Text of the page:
Democracy 2015

Vibrant Debate at Drugs Policy Consultations

At the recent round of policy discussion meetings we had some vibrant debate and came up with a clear set of directions.
Andreas Whittam Smith writes
“What we can draw from our recent cafe style consultations is a strong feeling that the present forty-year old system is not fit for purpose. There was strong assent for two aspects of joined up thinking. The first was that drugs policy couldn’t be divorced from the root causes of social ills, poor housing and unemployment. The second urged us to consider the main addictive substances together – sugar, alcohol, tobacco and illegal drugs.
There was support for moving responsibility for drugs policy away from the Home Office to the Department for Health. Then more emphasis might be placed on medication and on education. Most people wanted the criminal sanctions gradually to be replaced by regulation.”
We are now kicking off the next stage of the work by forming a study group to propose a set of policy recommendations. Eight people have volunteered and are starting their work. If you’d like to join in this important exercise please send us an email.

Once the study group has concluded we will bring the proposals for your ratification.
Thank you to everyone involved in making this a success.

Economics and politics- how they intertwine.

Andreas Whittam Smith writes:


When people think about Britain’s economic performance, they often forget that the quality of our political process is just as much a factor in determining success or failure as any other.

One of the merits of the recent Growth Commission report - Investing for Prosperity: Skills, Infrastructure and innovation – is that it places as much focus on our political culture as on any other consideration.   Which is significant, because the Growth Commission is a prestigious body supported by the London School of Economics and its work is influential.   Politics should be analysed alongside investment, education, training and innovation.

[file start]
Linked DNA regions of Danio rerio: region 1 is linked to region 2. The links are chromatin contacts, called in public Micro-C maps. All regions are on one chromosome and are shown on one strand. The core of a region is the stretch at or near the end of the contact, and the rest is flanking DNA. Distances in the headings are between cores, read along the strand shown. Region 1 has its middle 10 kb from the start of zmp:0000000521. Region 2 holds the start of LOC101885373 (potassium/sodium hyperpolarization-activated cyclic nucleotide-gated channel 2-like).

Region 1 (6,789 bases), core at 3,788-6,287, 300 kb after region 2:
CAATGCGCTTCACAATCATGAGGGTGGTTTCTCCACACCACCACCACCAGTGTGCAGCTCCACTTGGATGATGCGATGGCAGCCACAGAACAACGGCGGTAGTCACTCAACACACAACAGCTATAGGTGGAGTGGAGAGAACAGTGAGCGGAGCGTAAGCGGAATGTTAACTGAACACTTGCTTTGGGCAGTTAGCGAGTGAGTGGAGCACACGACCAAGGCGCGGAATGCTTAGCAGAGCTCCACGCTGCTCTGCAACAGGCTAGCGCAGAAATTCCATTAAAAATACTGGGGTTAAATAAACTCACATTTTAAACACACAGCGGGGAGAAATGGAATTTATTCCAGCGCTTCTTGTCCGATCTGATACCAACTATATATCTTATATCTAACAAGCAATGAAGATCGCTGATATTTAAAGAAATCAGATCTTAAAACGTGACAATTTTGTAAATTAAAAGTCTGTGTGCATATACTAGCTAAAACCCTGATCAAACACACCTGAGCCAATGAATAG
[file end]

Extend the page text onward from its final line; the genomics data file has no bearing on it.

This is what the report says about British politics.   “The adversarial nature of UK politics creates a tendency towards policy switches (and subsequent reinvention) as governments change. Sometimes this means rebranding and reorganisations. In some cases, there is genuine uncertainty about whether the policy framework that is in place will last. The pressure of bad publicity weighs heavily on political decisions and makes it harder for politicians to take unpopular decisions”

The Growth Commission goes on to add that “political debates often lack guidance from independent, evidence-based advice…civil servants’ incentives appear to be more focused on helping to deliver policies than on helping governments (or others) structure their thinking in the longer-term interests of society as a whole. 
Too often, the result is a costly cocktail of political procrastination, institutional churn and poor decision-making.’

The Commission’s conclusion, put briefly, is that a better political process would contribute to economic growth.    This is an important insight for Democracy 2015.   We are primarily concerned with the declining trust in Government and Parliament, seeing this as putting Britain on a downward path already trodden by Italy and Greece, in which a diminishing respect for the political process finally renders a country ungovernable.   That economic growth prospects are undermined at the same time strengthens the argument for acting now and doing something in time for the 2015 general election.